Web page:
J. Budziszewski, et al., Evangelicals in the Public Square: Four Formative Voices on Political Thought and Action (Grand Rapids: Baker Academic, 2006), 218 pages, ISBN 9780801031564.
J. Budziszewski is professor of philosophy and government at the University of Texas at Austin, and has written a number of well-recognized books on political theory, politics and virtue ethics, tolerance and liberalism, and natural law ethics, among other topics. For the project which formed the backbone to this book, a conference was sponsored by the Ethics and Public Policy Center in Prouts Neck, Maine, in September of 2003, where initial drafts of the essays published here were presented. In this review, I will summarize the book’s structure and arguments, briefly explicate on the central dilemma plaguing the formation of an evangelical political theology, and comment on why these matters are of relevance also to Pentecostal and charismatic Christians today.
After a short introduction by Michael Cromartie of the Ethics and Public Policy Center, the two lead essays by Budziszewski, which constitute more than half of the book, lay out the basic issues and set the tone of discussion for the volume. In the first essay, Budziszewski suggests that one major reason why evangelicals have not yet developed a robust political theology is that their commitments to grounding any theological agenda biblically do not work well with the fact that there are insufficient biblical guidelines for such a task. In fact, political theology needs a more hearty acknowledgment of the role of general revelation precisely in order to provide a theological justification for evangelical engagement in matters related to the wider public square, as well as theological guidelines for how evangelicals might concretely proceed. But, as Budziszewski then attempts to show in his second longer essay on the four formative thinkers announced in the book’s subtitle–Carl F. H. Henry, Abraham Kuyper, Francis Schaeffer, and John Howard Yoder — evangelical hesitation about embracing this particular theological idea (of general revelation) further complicates their already difficult task. In Budziszewski’s analysis, the political theology each of these evangelical thinkers suffers because they falters at key points in their projects with regard to the doctrine of general revelation: Henry is hampered by a nagging premillennial and dispensationalist defeatism in addition to an ambivalence about the (perhaps all to Catholic) idea of general revelation; Kuyper by an underdevelopment of his ideas of common grace, sphere sovereignty (of the state, society, and the church), and principled pluralism; Schaeffer by an unbalanced emphasis on apologetics which in turn neglected the pragmatic dimensions of engaging the public square, as well as by his acceptance of the presuppositionalist school of apologetics along with its suspicion regarding general revelation; and Yoder by a sectarian and countercultural orientation which is not predisposed to exploring the continuities between Christians and non-Christians, even for the purposes of public engagement. As a result, these four evangelical theologians, as formative as any for evangelical thought and action, have been unable to bequeath to their descendents the much needed resources to more fully develop the kinds of orienting ideas, practical programs, and cultural apologetics needed for a more vibrant evangelical political theology today.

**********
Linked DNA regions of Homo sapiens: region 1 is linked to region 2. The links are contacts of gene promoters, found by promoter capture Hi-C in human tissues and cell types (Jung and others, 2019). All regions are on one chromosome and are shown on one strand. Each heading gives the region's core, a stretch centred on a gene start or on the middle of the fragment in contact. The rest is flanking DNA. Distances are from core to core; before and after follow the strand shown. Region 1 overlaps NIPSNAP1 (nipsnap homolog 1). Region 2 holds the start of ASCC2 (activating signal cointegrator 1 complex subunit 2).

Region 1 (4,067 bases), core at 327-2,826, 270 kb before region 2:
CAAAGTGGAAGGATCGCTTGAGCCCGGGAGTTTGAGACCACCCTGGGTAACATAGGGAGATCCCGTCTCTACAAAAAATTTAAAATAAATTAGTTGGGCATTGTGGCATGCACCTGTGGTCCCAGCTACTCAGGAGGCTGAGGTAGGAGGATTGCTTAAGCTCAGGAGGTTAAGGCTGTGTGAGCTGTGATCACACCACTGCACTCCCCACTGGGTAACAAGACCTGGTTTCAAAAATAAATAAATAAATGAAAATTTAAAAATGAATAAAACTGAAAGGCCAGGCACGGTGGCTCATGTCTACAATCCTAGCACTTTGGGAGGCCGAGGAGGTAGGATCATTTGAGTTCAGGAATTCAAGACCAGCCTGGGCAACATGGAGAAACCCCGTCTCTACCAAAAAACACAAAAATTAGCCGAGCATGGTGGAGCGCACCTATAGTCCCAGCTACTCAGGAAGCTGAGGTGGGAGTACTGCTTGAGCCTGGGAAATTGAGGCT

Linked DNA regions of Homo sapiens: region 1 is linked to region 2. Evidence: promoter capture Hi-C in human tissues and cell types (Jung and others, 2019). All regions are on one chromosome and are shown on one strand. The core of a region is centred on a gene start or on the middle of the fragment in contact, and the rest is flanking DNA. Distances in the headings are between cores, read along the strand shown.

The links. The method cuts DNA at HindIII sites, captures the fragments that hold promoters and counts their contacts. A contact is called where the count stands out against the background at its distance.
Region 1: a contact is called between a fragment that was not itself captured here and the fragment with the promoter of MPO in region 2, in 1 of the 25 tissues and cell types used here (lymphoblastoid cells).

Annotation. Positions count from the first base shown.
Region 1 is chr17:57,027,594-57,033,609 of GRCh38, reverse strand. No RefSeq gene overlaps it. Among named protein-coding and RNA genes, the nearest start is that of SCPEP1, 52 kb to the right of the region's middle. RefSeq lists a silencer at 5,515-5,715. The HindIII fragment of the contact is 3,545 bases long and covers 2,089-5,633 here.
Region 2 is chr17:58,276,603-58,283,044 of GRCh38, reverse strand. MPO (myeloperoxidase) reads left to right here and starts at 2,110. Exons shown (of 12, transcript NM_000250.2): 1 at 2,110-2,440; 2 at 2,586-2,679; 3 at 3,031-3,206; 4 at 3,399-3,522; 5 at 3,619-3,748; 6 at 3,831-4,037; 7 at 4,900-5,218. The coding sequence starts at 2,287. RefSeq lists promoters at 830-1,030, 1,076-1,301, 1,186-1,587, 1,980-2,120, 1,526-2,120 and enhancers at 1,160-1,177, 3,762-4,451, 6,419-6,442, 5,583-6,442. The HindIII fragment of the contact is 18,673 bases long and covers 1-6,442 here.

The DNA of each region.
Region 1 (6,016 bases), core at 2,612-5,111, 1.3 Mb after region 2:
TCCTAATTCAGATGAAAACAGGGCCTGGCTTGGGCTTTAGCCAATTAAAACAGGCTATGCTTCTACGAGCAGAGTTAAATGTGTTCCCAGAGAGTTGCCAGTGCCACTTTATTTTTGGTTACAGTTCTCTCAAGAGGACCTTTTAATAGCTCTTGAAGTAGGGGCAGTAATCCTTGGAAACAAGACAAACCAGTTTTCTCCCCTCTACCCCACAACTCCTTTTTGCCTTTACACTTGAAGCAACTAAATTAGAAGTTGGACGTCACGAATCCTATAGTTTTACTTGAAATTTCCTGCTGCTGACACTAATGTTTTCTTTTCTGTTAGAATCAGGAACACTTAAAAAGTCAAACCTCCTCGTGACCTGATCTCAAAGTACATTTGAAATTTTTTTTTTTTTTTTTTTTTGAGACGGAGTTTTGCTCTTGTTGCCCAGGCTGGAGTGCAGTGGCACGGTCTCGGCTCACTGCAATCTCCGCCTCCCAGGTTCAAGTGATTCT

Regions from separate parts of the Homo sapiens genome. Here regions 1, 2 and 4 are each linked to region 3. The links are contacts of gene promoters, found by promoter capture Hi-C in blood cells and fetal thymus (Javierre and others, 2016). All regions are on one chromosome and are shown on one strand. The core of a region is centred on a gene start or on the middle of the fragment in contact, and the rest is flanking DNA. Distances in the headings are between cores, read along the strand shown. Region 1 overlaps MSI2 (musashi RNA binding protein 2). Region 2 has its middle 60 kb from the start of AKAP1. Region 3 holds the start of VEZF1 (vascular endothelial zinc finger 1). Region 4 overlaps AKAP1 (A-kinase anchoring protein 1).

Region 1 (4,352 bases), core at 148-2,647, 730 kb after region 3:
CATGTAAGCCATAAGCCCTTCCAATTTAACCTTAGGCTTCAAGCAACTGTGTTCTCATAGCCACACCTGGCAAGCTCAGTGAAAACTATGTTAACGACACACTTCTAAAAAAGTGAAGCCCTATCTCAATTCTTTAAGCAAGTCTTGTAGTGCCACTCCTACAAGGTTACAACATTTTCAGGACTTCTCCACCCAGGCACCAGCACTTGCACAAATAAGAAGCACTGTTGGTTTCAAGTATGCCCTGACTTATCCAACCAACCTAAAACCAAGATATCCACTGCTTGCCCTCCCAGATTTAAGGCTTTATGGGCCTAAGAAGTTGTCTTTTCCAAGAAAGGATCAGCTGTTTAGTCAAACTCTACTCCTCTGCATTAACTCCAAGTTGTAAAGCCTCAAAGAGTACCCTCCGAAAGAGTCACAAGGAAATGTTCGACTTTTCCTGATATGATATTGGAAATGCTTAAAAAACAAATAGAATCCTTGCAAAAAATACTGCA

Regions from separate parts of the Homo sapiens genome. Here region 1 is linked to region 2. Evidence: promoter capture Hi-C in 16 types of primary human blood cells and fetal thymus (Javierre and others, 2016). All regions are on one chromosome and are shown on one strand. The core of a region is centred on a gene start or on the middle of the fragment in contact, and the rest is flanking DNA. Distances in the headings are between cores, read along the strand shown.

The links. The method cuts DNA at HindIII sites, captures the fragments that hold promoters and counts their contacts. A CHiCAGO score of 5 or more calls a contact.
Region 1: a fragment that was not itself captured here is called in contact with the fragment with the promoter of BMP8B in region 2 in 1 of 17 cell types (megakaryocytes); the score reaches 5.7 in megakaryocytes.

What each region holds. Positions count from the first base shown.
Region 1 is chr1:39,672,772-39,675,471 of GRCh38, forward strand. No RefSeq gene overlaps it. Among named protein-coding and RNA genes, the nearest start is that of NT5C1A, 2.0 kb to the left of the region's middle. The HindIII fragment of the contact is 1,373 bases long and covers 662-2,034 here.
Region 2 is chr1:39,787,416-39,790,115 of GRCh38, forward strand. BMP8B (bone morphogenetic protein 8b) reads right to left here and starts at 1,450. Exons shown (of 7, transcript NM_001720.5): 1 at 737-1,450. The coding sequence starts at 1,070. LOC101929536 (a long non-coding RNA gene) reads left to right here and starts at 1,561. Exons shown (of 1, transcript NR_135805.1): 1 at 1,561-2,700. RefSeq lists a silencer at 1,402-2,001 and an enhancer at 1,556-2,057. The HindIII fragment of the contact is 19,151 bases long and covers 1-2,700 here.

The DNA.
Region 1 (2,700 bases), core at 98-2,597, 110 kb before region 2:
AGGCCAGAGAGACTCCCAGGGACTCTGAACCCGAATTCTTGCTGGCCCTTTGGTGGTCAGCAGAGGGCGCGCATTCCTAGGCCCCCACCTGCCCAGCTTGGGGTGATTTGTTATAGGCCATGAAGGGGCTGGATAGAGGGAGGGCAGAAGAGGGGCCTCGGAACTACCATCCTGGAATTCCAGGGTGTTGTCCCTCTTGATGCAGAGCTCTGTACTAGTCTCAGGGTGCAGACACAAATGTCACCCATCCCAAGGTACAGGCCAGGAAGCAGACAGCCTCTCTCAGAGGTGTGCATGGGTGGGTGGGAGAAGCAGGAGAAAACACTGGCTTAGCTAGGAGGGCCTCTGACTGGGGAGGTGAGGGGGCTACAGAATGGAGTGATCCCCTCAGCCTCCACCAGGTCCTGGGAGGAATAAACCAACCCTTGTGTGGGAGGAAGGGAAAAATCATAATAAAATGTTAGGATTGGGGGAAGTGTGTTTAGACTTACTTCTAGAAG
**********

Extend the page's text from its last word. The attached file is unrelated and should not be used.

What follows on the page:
The remainder of the volume includes four essays by scholars responding to Budziszewski’s readings of these evangelical theologians and a concluding after word reflecting on the conference discussion as a whole. David Weeks, a Henry scholar and political science professor at Azusa Pacific University, attempts to provide a thicker description of Henry as an evangelical theologian as well as fill out, in dialogue with Henry, some of the details which Budziszewski has identified with regard to the formulation of an evangelical political theology. Similarly, John Bolt, a Kuyper scholar and systematician at Calvin Theological Seminary, basically agrees with Budziszewski’s remarks about Kuyper, but provides a further elaboration of how the Kuyperian theological vision can be reappropriated in the service of evangelical thought and political action. Not surprisingly, William Edgar, a presuppositionalist philosopher and theologian at Westminster Theological Seminary, responds to Budziszewski both by locating the larger socio-cultural, political, and theological framework of Schaeffer’s apologetics and by explicating how the logic of presuppositionalism leads to a different set of concerns that may be complementary rather than opposed to the logic derived from a commitment to the doctrine of general revelation. Finally, Ashley Woodiwiss, a political scientist at Wheaton College, responds that even if one cannot go all the way with Yoder, yet one must respect how his Anabaptist and Mennonite perspective informed his scholarship and produced vision of the gospel focuses on the church as an alternative politics, an distinctive praxis, and a subversive mode of cultural engagement, all of which combine to perhaps even undermine the received framework of questions concerning evangelicalism as well as political theology. The book concludes with Jean Bethke Elshtain’s (Laura Spelman Rockefeller Professor of Social and Political Ethics at the University of Chicago “A Friendly Outsider’s Reflections” (her title) on the entire exchange.
Category: In Depth